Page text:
by N.C. Rep Ruth Samuelson
Special to South Charlotte Weekly
I can’t say the same about the November 2012 election, however. Races up and down the ballot will be hotly contested. Voter turnout will likely be high, and emotions will run even higher. The temptation for voter fraud will be great, and the possibility that the integrity of our electoral process will be called into question becomes disturbingly real.
Currently, more than half of the states have voter-identification laws. These laws give those citizens an extra measure of confidence that their election outcomes are not tainted by fraud. Unfortunately, North Carolina voters will be without such assurance in next week’s election and, possibly, in 2012.
Why hasn’t the legislature done something to protect our voters? We tried this past summer, but Gov. Perdue vetoed the common-sense bill passed by the legislature that would require citizens to show a photo ID card when voting.
Requiring voter ID enjoys broad support in North Carolina. An Elon University poll from this past spring showed 75 percent of residents support the measure. The fact that the governor would so blatantly thwart the will of her constituents causes me to wonder if there was partisan pressure from outside the state by those who see North Carolina as crucial to President Obama’s re-election chances.
Opponents of the bill say it will disenfranchise people who do not have a photo ID card. Yet, it is hard to see how one could effectively function in modern society without a photo ID. People have to show identification for all kinds of common tasks – to open a bank account, to cash a check, to board a plane, to enter a federal building, even to receive many public benefit payments. Those who do not have a photo ID certainly would be better off having one. Under the law the governor vetoed, they could have gotten one for free.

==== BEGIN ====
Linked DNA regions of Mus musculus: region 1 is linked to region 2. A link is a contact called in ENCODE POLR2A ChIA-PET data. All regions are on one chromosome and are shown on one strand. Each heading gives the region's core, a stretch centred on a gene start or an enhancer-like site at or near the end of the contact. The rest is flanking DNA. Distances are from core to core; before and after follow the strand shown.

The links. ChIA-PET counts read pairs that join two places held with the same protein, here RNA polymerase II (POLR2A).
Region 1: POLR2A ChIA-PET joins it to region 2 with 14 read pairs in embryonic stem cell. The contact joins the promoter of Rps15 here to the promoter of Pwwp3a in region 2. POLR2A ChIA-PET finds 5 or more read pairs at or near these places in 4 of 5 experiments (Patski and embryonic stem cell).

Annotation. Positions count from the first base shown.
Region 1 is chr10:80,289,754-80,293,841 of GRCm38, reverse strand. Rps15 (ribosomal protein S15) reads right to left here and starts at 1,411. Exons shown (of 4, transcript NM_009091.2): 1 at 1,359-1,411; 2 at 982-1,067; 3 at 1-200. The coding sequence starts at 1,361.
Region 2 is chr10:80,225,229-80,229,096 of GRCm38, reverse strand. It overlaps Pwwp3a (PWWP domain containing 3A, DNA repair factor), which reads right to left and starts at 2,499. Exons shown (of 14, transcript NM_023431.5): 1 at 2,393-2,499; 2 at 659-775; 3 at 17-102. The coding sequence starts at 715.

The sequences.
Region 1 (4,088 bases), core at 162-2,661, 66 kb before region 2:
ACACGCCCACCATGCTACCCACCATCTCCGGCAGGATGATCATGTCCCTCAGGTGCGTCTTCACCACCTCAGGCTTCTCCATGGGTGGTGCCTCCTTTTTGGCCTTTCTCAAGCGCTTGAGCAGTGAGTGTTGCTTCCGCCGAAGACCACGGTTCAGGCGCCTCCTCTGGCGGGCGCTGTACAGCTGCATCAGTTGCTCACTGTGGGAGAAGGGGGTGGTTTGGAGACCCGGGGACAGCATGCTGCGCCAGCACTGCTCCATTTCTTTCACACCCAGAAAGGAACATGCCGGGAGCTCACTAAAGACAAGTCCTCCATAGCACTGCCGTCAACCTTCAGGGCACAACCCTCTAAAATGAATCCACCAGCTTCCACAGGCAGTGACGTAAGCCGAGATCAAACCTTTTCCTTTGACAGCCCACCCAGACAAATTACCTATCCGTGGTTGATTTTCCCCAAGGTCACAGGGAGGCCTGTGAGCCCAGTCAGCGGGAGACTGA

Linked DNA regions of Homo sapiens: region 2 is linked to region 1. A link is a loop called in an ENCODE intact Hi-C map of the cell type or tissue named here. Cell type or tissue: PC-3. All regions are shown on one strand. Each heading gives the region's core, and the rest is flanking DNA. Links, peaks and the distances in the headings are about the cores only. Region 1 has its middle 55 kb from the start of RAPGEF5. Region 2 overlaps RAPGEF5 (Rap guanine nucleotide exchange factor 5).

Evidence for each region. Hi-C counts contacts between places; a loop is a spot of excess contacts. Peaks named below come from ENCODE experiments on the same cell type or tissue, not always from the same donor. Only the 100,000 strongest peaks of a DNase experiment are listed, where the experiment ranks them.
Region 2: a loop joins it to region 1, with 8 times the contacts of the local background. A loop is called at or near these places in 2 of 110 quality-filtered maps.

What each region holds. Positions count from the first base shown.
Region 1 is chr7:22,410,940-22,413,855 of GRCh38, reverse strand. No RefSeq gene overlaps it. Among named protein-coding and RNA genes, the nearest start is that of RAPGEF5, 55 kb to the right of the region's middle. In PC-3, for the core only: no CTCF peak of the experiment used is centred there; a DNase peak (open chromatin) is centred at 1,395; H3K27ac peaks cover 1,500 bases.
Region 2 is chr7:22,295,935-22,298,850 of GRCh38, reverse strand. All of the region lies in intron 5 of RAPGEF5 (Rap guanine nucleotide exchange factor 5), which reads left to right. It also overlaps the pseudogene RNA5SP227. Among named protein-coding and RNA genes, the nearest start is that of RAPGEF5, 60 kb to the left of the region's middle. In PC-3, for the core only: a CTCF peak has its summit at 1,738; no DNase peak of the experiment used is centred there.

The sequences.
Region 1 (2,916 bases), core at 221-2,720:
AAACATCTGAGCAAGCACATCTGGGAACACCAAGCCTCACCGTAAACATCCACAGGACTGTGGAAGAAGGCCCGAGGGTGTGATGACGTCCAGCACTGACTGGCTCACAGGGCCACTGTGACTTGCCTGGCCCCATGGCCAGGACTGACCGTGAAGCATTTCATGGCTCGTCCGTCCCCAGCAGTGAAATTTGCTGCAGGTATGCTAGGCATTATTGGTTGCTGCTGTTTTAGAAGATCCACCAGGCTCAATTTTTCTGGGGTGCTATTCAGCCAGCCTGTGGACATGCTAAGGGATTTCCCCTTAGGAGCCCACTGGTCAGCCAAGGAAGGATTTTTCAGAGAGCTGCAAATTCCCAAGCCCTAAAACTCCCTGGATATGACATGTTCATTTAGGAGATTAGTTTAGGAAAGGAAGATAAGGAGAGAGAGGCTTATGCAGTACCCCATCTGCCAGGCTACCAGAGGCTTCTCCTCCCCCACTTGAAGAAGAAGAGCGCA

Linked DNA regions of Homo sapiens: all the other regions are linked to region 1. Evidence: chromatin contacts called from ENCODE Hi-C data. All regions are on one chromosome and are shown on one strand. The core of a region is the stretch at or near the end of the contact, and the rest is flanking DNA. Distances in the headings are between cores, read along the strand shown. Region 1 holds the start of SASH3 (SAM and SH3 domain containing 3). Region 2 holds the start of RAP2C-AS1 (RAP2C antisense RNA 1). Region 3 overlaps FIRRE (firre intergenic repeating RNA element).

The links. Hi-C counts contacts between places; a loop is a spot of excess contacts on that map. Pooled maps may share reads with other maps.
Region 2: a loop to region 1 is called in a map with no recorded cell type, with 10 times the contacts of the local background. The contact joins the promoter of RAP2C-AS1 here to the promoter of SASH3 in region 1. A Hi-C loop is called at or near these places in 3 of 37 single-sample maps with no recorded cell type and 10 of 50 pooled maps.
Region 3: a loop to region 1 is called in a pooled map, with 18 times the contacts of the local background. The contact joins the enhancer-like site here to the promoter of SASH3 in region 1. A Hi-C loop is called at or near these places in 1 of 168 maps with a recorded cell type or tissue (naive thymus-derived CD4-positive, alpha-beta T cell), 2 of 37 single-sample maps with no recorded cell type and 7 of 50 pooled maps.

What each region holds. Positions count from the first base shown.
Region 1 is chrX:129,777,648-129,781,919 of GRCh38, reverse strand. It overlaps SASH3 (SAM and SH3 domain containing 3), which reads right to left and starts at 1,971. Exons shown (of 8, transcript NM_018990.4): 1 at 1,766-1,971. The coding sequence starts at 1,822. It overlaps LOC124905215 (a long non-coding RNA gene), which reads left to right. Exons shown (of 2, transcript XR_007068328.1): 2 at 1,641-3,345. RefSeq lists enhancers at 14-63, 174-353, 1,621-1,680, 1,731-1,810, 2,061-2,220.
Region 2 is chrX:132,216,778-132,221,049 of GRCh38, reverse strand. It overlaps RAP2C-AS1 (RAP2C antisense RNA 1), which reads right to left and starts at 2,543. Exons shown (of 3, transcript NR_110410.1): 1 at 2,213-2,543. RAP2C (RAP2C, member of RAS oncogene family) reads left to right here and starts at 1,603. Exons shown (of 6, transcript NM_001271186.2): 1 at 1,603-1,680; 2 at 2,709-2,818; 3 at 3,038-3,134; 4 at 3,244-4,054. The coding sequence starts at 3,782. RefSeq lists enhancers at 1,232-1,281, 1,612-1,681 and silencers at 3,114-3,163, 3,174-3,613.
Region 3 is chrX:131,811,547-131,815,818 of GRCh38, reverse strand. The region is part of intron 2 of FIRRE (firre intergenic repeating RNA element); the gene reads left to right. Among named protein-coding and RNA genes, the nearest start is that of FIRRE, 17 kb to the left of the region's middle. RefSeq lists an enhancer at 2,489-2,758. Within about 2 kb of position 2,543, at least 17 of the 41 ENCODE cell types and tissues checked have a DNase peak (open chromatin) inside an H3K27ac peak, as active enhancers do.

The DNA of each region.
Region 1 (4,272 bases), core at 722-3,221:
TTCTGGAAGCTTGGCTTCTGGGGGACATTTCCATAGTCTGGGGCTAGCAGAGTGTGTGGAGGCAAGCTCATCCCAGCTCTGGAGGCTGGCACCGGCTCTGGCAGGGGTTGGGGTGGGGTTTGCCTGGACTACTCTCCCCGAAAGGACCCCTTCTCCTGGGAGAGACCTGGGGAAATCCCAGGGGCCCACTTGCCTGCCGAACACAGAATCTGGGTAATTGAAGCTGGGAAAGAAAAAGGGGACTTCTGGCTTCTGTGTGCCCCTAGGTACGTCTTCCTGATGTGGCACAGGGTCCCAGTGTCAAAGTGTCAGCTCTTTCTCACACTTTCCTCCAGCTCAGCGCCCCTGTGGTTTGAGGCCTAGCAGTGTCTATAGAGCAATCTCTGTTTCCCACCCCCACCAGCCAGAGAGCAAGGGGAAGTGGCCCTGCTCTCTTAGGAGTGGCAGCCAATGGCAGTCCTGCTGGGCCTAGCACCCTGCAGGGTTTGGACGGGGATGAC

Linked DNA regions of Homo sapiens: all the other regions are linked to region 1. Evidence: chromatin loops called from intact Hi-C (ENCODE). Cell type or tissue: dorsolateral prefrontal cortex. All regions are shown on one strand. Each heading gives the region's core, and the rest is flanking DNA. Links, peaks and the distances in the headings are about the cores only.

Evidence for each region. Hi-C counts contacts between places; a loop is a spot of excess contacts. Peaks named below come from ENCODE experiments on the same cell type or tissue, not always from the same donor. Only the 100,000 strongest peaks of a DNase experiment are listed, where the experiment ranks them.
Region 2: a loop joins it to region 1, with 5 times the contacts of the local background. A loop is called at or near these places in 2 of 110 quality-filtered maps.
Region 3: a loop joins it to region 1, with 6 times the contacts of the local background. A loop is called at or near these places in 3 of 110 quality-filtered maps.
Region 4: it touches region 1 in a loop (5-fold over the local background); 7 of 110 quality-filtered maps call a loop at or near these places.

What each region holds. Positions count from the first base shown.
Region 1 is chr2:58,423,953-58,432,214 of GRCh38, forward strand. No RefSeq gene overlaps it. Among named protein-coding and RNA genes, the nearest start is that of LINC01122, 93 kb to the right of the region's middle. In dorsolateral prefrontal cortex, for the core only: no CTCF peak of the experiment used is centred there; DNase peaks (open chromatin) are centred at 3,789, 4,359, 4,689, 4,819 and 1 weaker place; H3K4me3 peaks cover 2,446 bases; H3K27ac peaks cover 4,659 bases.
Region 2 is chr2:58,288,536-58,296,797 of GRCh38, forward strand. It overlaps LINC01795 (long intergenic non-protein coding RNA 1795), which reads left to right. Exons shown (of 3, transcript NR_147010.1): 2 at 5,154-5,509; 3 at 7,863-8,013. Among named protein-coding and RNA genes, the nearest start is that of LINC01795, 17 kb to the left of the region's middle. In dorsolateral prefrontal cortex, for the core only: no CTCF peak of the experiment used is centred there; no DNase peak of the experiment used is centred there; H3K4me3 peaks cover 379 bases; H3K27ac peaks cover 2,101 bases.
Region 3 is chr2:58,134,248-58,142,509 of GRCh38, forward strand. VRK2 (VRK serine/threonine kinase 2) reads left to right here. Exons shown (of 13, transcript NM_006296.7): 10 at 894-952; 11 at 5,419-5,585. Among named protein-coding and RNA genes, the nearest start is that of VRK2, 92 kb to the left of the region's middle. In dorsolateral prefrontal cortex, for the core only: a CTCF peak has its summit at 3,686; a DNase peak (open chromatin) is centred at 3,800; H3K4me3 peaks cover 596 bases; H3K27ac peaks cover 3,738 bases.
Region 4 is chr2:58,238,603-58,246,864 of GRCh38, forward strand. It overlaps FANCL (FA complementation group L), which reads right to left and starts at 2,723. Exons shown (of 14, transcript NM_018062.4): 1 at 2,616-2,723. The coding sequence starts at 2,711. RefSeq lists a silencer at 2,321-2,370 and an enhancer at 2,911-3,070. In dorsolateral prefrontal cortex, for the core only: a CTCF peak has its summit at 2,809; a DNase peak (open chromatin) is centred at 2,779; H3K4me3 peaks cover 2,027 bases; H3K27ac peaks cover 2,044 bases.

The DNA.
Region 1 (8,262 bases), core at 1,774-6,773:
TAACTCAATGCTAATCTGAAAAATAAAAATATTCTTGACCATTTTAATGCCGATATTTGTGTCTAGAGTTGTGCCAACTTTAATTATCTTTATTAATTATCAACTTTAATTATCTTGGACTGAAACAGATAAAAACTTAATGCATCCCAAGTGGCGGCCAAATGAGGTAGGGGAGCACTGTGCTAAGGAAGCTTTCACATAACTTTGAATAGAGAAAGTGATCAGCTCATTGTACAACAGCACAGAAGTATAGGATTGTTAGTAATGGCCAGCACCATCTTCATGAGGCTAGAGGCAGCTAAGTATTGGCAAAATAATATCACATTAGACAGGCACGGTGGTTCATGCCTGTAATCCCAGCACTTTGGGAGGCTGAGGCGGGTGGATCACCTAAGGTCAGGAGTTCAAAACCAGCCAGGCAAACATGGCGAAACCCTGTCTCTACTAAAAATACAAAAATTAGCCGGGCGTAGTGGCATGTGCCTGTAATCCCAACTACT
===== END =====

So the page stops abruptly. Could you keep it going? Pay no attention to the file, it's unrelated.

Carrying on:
Some claim that voter fraud is not an issue in North Carolina. My response to them is: How would you know? Under current state law, voter fraud is almost impossible to detect and even harder to prosecute.
Just this year, seven other states enacted voter-ID laws to enhance confidence in their electoral process. Interestingly, voters in Mississippi will be deciding this Tuesday on a referendum that would make a voter-ID requirement part of their state constitution. If voter ID were on the ballot in North Carolina, I have no doubt that it would win by a landslide.
I’m not advocating a constitutional amendment because I think it’s still possible – and much preferable – that we find a legislative solution to the problem.
Though an attempted override of Perdue’s veto fell short in the General Assembly last August, we could try again.
So if you agree with me on this issue, I hope you will contact the governor’s office and your N.C. House and Senate representatives to encourage them to pass a voter-ID law that will protect the integrity of the very important November 2012 election.
And, this Tuesday, I hope you’ll vote. Legally.
N.C. Rep. Ruth Samuelson is a Republican who represents District 104, which includes portions of south Charlotte. She also serves as majority whip, the third ranking Republican in the N.C. House.